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posted : Monday, September 22nd, 2014

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posted : Monday, September 15th, 2014

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posted : Monday, September 15th, 2014

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posted : Monday, July 21st, 2014

"I wrote a whole album about you" - Robin Thicke

  • This is the text conversation that plays out over Robin Thicke's new music video for "Get Her Back." The song comes off of the self-apologetic, totally awkward redemption album that is 'Paula' and aims to be earnest while mostly failing to do so. Because -big surprise- even though the song might be targeted at his wife, it still ends up being about himself. "All I wanna do is keep it light / make it right / get you back tonight," he sings desperately as he pouts into the camera. "All I wanna do is give you that thing / play you that song that you and your girlfriends sing." All poor Robin wants is some relief.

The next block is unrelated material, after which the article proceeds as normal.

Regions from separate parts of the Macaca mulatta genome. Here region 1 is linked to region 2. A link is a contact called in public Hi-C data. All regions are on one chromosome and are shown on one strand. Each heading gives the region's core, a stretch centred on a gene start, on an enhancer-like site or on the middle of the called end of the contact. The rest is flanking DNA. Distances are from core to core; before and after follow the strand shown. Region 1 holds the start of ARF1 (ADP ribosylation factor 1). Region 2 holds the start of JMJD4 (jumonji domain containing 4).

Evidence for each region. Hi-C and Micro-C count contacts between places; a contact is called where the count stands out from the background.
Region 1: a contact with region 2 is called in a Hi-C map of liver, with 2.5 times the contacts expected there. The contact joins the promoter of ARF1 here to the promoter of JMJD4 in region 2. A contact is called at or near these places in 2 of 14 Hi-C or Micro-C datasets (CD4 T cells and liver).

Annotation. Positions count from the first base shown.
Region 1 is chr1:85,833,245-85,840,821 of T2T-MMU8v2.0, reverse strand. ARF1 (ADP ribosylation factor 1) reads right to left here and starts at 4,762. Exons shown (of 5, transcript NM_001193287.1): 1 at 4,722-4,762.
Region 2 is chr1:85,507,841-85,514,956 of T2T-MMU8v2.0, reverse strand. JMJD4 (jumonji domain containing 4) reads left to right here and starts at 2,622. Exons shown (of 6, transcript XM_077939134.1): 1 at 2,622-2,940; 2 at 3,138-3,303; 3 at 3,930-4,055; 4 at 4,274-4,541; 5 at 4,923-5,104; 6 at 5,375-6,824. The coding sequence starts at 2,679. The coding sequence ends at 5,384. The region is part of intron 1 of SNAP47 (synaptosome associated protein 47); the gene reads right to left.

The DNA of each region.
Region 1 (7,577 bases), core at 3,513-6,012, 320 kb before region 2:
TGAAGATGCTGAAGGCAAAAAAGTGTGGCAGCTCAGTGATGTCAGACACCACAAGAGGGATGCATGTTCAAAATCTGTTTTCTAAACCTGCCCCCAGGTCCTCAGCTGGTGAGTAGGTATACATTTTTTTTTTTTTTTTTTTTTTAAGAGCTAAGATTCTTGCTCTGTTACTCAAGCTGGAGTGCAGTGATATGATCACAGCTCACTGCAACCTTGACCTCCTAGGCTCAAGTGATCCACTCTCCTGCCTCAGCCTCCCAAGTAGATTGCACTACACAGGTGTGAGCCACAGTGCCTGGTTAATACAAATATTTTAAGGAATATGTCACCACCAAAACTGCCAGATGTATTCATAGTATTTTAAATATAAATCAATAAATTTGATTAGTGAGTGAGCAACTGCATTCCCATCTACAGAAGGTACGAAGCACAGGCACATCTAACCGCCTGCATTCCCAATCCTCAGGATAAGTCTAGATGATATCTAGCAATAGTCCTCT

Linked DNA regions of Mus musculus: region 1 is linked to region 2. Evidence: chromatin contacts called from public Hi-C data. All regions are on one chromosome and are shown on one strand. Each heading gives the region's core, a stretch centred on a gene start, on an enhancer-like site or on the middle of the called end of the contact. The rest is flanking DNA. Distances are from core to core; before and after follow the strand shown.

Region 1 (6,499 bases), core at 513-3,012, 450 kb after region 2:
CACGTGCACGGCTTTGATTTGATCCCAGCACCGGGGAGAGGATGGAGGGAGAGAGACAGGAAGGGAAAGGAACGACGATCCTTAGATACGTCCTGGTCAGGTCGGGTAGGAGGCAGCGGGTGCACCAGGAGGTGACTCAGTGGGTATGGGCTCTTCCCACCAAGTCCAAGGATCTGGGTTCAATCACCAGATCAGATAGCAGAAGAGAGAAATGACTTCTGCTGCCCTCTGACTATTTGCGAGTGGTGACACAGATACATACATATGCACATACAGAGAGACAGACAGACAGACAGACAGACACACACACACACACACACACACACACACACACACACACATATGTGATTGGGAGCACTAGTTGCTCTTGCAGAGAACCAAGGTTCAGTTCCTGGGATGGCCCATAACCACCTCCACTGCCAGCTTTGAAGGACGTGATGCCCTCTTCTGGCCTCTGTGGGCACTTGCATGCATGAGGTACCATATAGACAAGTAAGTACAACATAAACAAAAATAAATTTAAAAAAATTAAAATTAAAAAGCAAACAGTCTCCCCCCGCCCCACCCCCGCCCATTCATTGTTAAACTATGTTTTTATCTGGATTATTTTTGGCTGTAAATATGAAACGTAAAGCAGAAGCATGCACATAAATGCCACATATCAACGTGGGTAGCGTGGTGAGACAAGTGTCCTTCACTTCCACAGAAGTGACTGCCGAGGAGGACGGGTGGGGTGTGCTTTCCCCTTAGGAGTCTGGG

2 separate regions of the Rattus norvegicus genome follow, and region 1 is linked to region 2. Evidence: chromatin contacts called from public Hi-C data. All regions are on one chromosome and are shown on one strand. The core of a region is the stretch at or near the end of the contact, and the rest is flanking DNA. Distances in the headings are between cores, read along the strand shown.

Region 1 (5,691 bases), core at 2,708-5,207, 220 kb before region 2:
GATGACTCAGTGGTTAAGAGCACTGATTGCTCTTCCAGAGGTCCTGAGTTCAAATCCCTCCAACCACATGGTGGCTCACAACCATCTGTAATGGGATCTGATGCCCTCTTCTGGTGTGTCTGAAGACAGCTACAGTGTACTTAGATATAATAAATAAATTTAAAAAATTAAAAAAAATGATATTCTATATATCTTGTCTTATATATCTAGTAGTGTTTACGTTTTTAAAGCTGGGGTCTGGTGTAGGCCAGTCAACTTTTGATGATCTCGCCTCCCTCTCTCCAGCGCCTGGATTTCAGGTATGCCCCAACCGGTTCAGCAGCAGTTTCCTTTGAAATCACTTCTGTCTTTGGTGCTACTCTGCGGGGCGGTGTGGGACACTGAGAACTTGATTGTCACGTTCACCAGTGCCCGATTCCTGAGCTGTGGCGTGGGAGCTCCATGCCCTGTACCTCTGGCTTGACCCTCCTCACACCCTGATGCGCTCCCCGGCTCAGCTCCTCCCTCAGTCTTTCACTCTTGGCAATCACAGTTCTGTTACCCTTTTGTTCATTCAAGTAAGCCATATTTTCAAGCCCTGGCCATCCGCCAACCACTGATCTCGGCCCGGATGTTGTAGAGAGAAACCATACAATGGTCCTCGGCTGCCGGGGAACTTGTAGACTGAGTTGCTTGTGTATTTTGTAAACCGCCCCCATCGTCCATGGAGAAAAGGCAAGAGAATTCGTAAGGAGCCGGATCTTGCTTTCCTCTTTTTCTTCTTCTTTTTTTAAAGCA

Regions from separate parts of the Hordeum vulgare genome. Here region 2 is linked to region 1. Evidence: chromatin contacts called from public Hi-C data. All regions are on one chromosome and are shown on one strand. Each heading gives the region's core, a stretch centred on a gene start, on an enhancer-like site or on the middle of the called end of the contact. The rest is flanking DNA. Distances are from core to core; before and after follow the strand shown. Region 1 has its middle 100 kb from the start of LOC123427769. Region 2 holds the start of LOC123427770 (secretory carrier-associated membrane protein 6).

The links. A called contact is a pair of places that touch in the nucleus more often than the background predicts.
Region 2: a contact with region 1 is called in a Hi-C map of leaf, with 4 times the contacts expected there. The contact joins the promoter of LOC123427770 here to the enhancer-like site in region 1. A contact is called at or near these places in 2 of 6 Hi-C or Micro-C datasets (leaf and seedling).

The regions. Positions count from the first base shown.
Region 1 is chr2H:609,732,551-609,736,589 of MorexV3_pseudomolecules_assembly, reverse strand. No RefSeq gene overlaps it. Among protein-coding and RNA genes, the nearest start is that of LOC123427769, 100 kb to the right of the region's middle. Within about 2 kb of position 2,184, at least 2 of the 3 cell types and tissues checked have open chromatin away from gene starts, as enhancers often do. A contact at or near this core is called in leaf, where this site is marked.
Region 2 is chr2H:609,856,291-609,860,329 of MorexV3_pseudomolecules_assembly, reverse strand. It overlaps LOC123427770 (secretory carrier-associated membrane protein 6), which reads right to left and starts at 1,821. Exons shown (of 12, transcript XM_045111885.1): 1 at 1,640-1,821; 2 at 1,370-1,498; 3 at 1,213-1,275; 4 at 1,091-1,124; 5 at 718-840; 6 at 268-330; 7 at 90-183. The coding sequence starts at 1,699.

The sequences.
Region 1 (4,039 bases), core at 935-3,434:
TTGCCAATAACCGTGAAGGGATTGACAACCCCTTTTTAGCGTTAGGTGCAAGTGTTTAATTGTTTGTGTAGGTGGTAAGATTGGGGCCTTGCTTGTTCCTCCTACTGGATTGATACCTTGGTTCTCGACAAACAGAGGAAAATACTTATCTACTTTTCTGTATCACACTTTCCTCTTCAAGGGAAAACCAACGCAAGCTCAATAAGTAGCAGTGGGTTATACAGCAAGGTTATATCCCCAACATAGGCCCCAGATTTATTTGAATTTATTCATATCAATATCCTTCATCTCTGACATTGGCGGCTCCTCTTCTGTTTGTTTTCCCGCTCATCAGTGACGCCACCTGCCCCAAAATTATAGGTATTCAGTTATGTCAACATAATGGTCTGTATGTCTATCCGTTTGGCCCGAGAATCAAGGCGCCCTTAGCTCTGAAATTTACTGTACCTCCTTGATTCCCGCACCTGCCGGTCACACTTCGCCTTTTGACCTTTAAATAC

• To be fair, this stuff is perfectly fine boy-band fare. That is, none of us would care had Robin himself not drilled it into our heads that, while he's always been a sensitive man, this is his newest way of showing us that he still is one. Where the last stage of his career was devoted to remaining young and coy and sexy, the next stage of his career will be about being a man who owns up to his bullshit and saves his marriage. If only he was as convincing as the people who schemed this thing up wanted him to be.